As pandemic forces festivities online, San Diegans get creative to celebrate Pride

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SAN DIEGO – Local pride celebrations looked different this year, but that didn’t stop San Diegans from finding their own ways to celebrate.

One group organized a bike ride along the parade route, drawing about 50 participants.

“It feels like this is like one silver lining of this 2020 year, which has been kind of a disastrous year on a number of fronts,” bike ride organizer Arthur Atkinson said. “Having these special moments to kind of look forward to can really help create a positive attitude, which is what I think we all needed right now.”

They ended up joining with the Chrome Divas of Oceanside who also were riding along the route.

“We couldn’t have planned it better,” Atkinson said. “They were going on their bicycle ride at 10:45 and we were meeting at 10:30 so they kind of ushered the way for us which was really special.”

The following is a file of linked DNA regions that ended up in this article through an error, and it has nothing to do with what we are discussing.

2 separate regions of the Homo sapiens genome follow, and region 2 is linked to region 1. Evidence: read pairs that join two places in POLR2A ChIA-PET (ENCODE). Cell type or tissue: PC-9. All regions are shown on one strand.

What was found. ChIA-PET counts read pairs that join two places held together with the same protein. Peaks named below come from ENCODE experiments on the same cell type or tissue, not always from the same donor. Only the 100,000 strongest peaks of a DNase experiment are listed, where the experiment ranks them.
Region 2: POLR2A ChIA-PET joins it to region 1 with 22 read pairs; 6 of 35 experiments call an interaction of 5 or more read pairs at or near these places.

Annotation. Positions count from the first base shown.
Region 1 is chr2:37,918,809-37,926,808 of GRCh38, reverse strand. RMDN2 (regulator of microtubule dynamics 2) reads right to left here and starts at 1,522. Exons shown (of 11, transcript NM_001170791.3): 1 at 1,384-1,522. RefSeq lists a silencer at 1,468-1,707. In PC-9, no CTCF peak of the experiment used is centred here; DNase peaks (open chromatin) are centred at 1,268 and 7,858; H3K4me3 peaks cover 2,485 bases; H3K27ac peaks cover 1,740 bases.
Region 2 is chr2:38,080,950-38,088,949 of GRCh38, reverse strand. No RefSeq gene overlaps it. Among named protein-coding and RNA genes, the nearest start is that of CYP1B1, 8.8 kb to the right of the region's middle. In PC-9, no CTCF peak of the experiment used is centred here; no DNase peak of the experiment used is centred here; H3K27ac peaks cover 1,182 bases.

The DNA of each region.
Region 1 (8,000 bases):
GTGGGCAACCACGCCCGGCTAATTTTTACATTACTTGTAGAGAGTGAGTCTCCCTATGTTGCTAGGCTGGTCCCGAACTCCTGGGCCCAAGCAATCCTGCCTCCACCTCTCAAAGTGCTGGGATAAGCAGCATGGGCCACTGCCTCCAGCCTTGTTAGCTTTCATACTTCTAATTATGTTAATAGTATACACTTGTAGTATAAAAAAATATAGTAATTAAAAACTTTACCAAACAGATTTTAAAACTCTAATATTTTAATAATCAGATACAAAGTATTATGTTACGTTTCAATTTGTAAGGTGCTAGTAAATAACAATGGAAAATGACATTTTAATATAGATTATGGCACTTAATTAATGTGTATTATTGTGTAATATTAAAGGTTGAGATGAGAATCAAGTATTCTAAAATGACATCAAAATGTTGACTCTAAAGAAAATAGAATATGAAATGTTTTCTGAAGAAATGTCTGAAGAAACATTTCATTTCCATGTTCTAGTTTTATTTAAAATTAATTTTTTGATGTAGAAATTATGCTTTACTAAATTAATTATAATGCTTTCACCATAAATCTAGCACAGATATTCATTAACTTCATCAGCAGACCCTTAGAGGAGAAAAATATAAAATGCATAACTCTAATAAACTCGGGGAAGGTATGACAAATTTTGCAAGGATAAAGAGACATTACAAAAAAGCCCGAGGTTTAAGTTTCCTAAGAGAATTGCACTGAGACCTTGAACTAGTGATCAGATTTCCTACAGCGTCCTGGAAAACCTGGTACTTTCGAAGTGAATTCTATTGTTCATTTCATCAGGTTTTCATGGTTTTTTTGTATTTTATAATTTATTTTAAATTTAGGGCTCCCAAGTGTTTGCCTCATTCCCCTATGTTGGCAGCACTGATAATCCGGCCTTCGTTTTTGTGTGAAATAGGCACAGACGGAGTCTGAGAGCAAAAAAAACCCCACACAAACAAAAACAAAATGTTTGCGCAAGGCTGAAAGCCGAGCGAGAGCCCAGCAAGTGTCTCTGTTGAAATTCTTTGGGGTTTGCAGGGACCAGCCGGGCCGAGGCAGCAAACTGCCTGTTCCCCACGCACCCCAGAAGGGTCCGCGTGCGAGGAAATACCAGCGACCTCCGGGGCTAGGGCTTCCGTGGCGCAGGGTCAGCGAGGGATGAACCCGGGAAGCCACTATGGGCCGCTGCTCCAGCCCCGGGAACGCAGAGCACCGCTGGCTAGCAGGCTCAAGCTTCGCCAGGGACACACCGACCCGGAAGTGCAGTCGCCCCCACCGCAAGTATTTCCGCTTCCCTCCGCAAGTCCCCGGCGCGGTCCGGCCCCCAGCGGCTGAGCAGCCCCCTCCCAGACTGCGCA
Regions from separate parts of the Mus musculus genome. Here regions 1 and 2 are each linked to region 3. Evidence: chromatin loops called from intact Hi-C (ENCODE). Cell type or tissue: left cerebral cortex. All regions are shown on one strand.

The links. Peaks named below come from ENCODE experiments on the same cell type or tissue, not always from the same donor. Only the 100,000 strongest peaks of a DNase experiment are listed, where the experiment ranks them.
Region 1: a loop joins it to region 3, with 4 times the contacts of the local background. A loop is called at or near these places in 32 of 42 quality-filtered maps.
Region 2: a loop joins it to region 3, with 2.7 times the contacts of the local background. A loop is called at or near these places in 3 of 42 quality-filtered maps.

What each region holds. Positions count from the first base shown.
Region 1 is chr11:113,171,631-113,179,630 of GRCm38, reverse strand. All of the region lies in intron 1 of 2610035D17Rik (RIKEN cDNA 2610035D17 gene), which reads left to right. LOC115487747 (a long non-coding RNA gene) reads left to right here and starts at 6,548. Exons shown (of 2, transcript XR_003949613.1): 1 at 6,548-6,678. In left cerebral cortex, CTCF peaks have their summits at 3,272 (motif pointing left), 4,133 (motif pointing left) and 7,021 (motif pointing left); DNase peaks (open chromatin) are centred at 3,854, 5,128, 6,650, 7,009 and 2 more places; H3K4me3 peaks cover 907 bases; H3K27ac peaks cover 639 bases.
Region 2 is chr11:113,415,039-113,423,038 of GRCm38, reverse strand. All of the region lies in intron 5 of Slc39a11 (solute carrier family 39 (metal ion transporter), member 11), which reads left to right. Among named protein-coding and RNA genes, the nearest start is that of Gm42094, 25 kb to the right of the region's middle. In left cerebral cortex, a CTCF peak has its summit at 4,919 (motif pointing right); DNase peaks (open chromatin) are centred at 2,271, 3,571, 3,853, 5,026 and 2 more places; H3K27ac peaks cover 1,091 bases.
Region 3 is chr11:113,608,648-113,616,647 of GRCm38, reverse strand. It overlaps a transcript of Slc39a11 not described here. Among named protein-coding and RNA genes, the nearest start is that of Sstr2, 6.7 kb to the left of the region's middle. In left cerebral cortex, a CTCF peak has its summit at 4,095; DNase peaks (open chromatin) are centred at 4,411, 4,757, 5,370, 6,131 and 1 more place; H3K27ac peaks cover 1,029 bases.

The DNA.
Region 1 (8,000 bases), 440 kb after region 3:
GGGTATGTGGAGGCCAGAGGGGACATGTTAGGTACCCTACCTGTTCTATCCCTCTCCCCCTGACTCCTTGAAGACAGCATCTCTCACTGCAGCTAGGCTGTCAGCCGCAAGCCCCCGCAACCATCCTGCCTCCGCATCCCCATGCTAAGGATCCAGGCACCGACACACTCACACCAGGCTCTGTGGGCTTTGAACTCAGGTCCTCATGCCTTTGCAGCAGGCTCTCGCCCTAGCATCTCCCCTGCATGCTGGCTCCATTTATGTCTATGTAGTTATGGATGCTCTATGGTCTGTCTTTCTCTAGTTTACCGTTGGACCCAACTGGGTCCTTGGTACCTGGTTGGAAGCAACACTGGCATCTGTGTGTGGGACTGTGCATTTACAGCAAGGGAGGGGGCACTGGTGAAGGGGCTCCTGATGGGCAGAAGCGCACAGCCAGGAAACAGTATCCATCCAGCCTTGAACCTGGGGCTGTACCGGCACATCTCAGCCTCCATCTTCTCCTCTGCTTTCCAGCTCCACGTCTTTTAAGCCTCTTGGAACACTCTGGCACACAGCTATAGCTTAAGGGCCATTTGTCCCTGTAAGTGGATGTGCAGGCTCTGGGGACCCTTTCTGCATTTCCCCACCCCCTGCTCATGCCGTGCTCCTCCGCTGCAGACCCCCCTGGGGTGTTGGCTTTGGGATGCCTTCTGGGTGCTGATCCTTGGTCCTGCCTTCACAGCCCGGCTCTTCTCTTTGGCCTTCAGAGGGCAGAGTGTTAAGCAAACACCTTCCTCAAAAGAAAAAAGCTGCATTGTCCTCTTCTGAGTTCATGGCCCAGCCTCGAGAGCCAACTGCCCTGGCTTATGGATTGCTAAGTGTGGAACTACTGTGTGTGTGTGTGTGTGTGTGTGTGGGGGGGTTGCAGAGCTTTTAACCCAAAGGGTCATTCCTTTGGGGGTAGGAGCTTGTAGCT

San Diego Pride organizers took the historic parade march through Hillcrest online and began with a slide show of photos from 46 years of the event, which started in 1974. The San Diego Women’s Chorus followed with a virtual singing of the national anthem.

An interfaith blessing, with clergy from various denominations, gave their blessings.

San Diego Mayor Kevin Faulconer gave a few opening remarks, saying, “We can work and lift each other up and get through this pandemic. We stand united in our battle against bigotry and hate. I wish all of you a happy virtual parade.”

Irene Herrig with Chrome Divas of Oceanside has been riding in the Pride Parade since 1994.

“We just took the route we normally would have taken,” Herrig said. “To me, it was still the thrill of here’s another year, another parade and I get to do it.”

While things might not have been the same as celebrations of years past, the flags still flew and the camaraderie remained the same.

“It was a little sad that we didn’t get to see all our friends, all the different floats, the festival where we always go in there and have a great time where everybody joins together,” Herrig said, “but this year, it is different. But people are still applauding, they’re still yelling and screaming, even if we just pull down the street with our bikes and honk our horns, they’re still waving and cheering us on.”

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